THURSDAY, June 5 (HealthDay News) -- If pay-for-performance programs are enacted nationwide, teaching hospitals that perform a high volume of hip and knee replacements may be most likely to benefit, according to a report published in the June issue of the Journal of Bone & Joint Surgery.

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Low-Dose Estradiol Spray Decreases Hot Flashes

THURSDAY, June 5 (HealthDay News) -- A low-dose estradiol spray (E2) may significantly decrease hot flashes in healthy postmenopausal women with vasomotor symptoms, according to a new study published in the June issue of Obstetrics & Gynecology.

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Methotrexate for Rheumatoid Arthritis Linked to Cancer Risk

THURSDAY, June 5 (HealthDay News) -- Rheumatoid arthritis patients treated with methotrexate have a higher risk of developing cancer than the general population, particularly melanoma, non-Hodgkin's lymphoma and lung cancer, researchers report in the June 15 issue of Arthritis Care & Research.

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Experts' Evaluation of Cervical Images Often Differ

THURSDAY, June 5 (HealthDay News) -- Experienced colposcopists' evaluations of cervical lesion grades based on static digital images have fair to poor reproducibility, according to a report published in the June issue of Obstetrics & Gynecology.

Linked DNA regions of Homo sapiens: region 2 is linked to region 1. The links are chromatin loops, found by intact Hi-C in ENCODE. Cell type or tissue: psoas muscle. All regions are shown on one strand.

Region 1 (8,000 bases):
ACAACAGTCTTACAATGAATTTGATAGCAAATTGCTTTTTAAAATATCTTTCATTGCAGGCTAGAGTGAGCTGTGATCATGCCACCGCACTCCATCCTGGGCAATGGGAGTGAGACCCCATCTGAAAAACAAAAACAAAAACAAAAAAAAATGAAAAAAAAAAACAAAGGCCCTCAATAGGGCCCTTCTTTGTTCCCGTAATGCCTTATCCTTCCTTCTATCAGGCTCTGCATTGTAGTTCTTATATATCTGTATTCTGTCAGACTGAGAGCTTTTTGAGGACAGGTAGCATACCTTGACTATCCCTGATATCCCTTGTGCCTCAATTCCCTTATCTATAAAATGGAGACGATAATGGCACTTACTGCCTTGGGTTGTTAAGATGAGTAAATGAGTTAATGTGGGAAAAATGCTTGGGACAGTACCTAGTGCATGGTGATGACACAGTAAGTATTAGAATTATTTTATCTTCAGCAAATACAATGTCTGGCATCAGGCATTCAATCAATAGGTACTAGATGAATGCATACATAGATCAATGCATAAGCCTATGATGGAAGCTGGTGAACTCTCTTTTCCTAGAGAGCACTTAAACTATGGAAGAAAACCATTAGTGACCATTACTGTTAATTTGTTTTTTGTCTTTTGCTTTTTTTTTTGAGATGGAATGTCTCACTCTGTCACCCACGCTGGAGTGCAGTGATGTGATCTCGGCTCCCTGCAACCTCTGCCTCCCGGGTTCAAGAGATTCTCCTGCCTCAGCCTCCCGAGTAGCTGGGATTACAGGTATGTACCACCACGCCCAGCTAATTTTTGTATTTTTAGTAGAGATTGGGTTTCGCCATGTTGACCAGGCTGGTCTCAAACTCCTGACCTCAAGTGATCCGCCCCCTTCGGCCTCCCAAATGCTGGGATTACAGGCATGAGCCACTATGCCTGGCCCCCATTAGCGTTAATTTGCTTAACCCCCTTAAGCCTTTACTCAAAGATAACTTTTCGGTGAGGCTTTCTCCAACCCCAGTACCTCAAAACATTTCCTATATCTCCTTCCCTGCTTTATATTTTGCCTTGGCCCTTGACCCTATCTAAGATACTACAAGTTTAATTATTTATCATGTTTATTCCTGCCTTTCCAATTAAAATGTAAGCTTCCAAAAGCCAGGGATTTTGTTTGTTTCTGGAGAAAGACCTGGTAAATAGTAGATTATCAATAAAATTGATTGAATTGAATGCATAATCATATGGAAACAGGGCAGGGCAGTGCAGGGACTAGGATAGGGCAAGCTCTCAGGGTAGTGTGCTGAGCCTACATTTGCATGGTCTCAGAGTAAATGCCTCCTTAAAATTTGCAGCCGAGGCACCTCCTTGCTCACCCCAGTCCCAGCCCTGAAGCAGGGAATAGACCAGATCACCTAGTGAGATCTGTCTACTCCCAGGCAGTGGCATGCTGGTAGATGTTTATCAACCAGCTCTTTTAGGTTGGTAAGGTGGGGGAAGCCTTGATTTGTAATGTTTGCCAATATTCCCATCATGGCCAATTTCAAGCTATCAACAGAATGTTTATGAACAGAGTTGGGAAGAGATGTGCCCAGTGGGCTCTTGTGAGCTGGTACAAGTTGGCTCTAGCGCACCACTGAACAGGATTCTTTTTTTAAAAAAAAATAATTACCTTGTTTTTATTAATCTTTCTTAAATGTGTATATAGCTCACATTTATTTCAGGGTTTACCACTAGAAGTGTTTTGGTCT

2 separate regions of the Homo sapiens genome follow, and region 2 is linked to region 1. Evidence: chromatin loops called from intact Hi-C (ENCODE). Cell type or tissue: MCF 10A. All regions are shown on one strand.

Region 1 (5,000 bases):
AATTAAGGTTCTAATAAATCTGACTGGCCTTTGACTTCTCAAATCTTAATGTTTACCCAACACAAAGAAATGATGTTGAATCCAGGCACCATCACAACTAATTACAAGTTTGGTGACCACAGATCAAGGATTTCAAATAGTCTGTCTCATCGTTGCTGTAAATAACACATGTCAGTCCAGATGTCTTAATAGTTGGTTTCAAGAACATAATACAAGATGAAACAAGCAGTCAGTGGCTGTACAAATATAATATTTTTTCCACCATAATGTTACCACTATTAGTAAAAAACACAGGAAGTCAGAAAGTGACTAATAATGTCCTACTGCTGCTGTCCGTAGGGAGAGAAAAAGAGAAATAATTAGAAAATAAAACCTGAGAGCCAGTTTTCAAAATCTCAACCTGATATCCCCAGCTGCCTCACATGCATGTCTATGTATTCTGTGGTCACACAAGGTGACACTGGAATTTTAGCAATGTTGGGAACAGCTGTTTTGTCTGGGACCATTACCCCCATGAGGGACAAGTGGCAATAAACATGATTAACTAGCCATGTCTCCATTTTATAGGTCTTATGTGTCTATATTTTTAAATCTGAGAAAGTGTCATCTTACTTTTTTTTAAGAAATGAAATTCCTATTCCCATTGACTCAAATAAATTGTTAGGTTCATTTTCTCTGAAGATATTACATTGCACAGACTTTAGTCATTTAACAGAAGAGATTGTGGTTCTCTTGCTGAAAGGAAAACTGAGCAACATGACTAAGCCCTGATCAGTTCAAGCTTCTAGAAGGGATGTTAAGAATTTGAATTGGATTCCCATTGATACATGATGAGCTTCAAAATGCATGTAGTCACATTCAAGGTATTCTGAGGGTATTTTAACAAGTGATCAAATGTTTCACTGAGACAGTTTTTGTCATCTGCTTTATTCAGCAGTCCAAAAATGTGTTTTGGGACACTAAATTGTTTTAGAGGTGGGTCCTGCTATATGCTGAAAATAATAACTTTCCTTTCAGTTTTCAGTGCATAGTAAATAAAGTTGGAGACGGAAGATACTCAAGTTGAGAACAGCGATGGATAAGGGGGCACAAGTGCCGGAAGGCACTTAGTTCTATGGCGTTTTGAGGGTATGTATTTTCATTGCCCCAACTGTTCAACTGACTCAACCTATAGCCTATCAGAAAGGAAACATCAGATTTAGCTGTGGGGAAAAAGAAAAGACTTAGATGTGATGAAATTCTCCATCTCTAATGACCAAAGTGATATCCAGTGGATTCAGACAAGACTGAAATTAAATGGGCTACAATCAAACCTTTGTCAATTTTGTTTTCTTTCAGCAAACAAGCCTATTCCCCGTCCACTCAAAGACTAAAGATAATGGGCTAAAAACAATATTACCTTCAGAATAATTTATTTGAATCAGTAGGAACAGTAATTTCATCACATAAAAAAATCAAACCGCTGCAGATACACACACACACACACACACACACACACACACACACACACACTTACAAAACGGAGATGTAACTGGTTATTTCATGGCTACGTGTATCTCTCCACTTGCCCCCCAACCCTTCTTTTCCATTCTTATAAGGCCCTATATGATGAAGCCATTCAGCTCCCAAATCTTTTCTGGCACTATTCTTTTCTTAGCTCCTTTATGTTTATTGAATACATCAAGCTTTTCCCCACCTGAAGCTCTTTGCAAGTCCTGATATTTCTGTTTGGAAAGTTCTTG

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Metals in Canadian Farmed and Wild Salmon at Safe Levels

THURSDAY, June 5 (HealthDay News) -- Levels of mercury and other metals are low enough to account for only 2 percent of dietary intake and the fish continue to be a safe source of omega-3 fatty acids, according to the results of a study published in the June issue of Environmental Toxicology and Chemistry.

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Higher Quality Foster Care Produces Healthier Adults

THURSDAY, June 5 (HealthDay News) -- Better quality foster care has important repercussions for the mental and physical well being of foster care alumni, according to a report published in the June issue of the Archives of General Psychiatry.

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Long-Term Outcomes Differ After Adolescent Back Surgery

THURSDAY, June 5 (HealthDay News) -- Although the long-term health-related quality of life is good for patients who received surgical treatment for idiopathic scoliosis or spondylolisthesis during adolescence, long-term outcomes are better among those treated for scoliosis, researchers report in the June issue of the Journal of Bone & Joint Surgery.